We wrote a story earlier this week about IT being a boring career and a real turn off for graduates. It has been picked up on “news for nerds” site Slashdot and has got over 680 comments, with the thread asking the question?
There’s been quite a long running theory that IT has an image problem and hence its problem recruiting the right calibre of graduates into the industry.
I met up with the BCS earlier this week and this issue was a big concern for them. They made the point that children need to be excited about a career in IT before they reach secondary school and the fact that many primary schools didn’t have qualified maths teachers wasn’t helping attract pupils into the sciences. So perhaps its not solely an image problem and surely as more kids grow up with computers a career in IT will seem more within their reach.
A few mischevious comments on Slashdot have agreed that the unattractiveness of IT as a career is all to do with poor old Bill Gates, who retires next week and has been single-handedly blamed for giving the industry a geeky, nerdy image. A touch harsh and affair, I think. My position is backed up by this comment, which makes a lot of the point that being successful is an attractive quality that people generally try to emulate.
However, I don’t think it is all money rated as I think IT is perceived as a reasonably rewarded industry, so perhaps it has more to do with the job functions and requirements of IT departments. See this comment below
“Perhaps it’s a sign that the IT industry is growing up. Writing software isbecoming much more like engineering and a lot less like pioneering.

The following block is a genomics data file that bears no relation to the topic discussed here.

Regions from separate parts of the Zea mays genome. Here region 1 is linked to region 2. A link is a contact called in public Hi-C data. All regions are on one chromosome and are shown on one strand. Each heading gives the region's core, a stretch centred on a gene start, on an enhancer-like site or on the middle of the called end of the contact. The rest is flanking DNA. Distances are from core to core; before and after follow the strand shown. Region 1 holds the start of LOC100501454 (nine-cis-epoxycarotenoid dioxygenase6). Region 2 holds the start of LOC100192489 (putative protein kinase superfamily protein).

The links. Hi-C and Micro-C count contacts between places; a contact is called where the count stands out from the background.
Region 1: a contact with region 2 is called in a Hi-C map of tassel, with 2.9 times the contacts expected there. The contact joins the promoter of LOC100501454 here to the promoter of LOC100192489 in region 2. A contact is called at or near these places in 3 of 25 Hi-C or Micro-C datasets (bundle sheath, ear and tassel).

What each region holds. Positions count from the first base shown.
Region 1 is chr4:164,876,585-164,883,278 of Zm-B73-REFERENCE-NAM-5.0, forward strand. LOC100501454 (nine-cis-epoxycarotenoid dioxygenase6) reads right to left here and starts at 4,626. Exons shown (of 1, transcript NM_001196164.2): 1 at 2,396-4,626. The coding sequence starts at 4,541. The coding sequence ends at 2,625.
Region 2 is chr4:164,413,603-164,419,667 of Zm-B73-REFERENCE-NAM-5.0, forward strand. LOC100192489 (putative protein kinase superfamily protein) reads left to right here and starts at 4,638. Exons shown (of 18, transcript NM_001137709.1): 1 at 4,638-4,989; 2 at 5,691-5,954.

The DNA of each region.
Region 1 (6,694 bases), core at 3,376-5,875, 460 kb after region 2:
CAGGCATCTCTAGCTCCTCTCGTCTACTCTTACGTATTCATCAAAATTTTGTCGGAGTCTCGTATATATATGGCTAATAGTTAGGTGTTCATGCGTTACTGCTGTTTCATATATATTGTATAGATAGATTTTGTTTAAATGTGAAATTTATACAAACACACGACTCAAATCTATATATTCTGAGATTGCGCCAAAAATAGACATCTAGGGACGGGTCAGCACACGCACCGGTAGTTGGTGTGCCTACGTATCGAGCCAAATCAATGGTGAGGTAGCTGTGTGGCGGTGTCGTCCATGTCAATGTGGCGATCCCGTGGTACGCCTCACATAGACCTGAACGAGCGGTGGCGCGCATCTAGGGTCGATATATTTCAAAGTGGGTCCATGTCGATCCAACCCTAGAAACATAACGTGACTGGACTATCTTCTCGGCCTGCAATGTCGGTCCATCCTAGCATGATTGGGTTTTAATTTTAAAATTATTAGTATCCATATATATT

Engineering in all its facets (from civil engineering to mechanicalengineering to chemical engineering) is sometimes considered “boring” too…………
With software development there simply is a lot of (to me elegant andbeautiful, to others dead and boring) scientific background knowledge you shouldhave (algorithms, data-structures, compiler design, finite automata, complexitytheory, concurrency theory, discrete mathematics, and numerical mathematics)supplemented by more applied knowledge like the principles of softwareengineering, in-depth knowledge of at least three programming languages (C, C++,Java), some experience with the object hierarchy underlying modern GUIs, andprobably a lot I forgot.
And when you’ve done all that and appear for your first job, you may findyou’ll be on some project team and entrusted with responsibility for buildingcomponent X of subsystem Y according to specifications someone will give you.You write your code, construct your test-cases, and verify correctness, documentyour functions, check in your code, and rush off to the next specificationyou’ll implement because you’ve got to meet productivity standards or you’reout.“
For what it’s worth, I think it is more about enthusing younsters about a career in IT – and for some that may mean finding out at a early age that they are actually very good at mathmatics and that applying this in computer sciences could provide them with a very succcessful and lucrative career. This may be a simplistic answer to what is a huge debate and one in which Computer Weekly will continue to be involved, because IT matters to businesses and to the economic health of this country.